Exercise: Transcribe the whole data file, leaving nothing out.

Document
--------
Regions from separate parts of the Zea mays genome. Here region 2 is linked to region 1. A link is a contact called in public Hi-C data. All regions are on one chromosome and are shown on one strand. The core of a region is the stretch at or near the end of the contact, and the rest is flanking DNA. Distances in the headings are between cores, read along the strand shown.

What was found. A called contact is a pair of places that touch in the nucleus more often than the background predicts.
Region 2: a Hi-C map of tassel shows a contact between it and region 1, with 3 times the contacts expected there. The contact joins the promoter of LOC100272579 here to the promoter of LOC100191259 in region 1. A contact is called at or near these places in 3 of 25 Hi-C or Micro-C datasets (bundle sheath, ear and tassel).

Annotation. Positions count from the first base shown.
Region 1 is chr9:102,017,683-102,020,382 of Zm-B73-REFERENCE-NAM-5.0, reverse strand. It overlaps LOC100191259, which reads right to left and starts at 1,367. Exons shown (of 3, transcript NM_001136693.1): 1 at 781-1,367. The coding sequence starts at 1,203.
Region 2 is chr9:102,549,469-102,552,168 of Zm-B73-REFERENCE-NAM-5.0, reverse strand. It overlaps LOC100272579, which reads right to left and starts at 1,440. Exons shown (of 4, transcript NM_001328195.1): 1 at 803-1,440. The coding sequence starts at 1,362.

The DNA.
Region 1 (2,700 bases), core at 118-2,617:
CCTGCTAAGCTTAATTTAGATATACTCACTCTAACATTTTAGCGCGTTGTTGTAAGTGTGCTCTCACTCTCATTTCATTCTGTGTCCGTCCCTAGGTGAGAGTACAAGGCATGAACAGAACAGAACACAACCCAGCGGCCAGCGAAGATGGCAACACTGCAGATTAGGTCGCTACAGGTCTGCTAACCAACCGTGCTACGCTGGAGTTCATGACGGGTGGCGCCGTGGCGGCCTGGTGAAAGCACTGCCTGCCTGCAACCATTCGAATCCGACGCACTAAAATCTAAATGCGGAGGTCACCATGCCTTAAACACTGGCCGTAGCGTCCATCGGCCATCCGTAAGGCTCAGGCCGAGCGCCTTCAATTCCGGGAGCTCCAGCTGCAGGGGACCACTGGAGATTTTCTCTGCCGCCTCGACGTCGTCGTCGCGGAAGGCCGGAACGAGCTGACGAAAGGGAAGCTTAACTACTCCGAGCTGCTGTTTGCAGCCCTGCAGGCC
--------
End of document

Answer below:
Regions from separate parts of the Zea mays genome. Here region 2 is linked to region 1. A link is a contact called in public Hi-C data. All regions are on one chromosome and are shown on one strand. The core of a region is the stretch at or near the end of the contact, and the rest is flanking DNA. Distances in the headings are between cores, read along the strand shown.

What was found. A called contact is a pair of places that touch in the nucleus more often than the background predicts.
Region 2: a Hi-C map of tassel shows a contact between it and region 1, with 3 times the contacts expected there. The contact joins the promoter of LOC100272579 here to the promoter of LOC100191259 in region 1. A contact is called at or near these places in 3 of 25 Hi-C or Micro-C datasets (bundle sheath, ear and tassel).

Annotation. Positions count from the first base shown.
Region 1 is chr9:102,017,683-102,020,382 of Zm-B73-REFERENCE-NAM-5.0, reverse strand. It overlaps LOC100191259, which reads right to left and starts at 1,367. Exons shown (of 3, transcript NM_001136693.1): 1 at 781-1,367. The coding sequence starts at 1,203.
Region 2 is chr9:102,549,469-102,552,168 of Zm-B73-REFERENCE-NAM-5.0, reverse strand. It overlaps LOC100272579, which reads right to left and starts at 1,440. Exons shown (of 4, transcript NM_001328195.1): 1 at 803-1,440. The coding sequence starts at 1,362.

The DNA.
Region 1 (2,700 bases), core at 118-2,617:
CCTGCTAAGCTTAATTTAGATATACTCACTCTAACATTTTAGCGCGTTGTTGTAAGTGTGCTCTCACTCTCATTTCATTCTGTGTCCGTCCCTAGGTGAGAGTACAAGGCATGAACAGAACAGAACACAACCCAGCGGCCAGCGAAGATGGCAACACTGCAGATTAGGTCGCTACAGGTCTGCTAACCAACCGTGCTACGCTGGAGTTCATGACGGGTGGCGCCGTGGCGGCCTGGTGAAAGCACTGCCTGCCTGCAACCATTCGAATCCGACGCACTAAAATCTAAATGCGGAGGTCACCATGCCTTAAACACTGGCCGTAGCGTCCATCGGCCATCCGTAAGGCTCAGGCCGAGCGCCTTCAATTCCGGGAGCTCCAGCTGCAGGGGACCACTGGAGATTTTCTCTGCCGCCTCGACGTCGTCGTCGCGGAAGGCCGGAACGAGCTGACGAAAGGGAAGCTTAACTACTCCGAGCTGCTGTTTGCAGCCCTGCAGGCC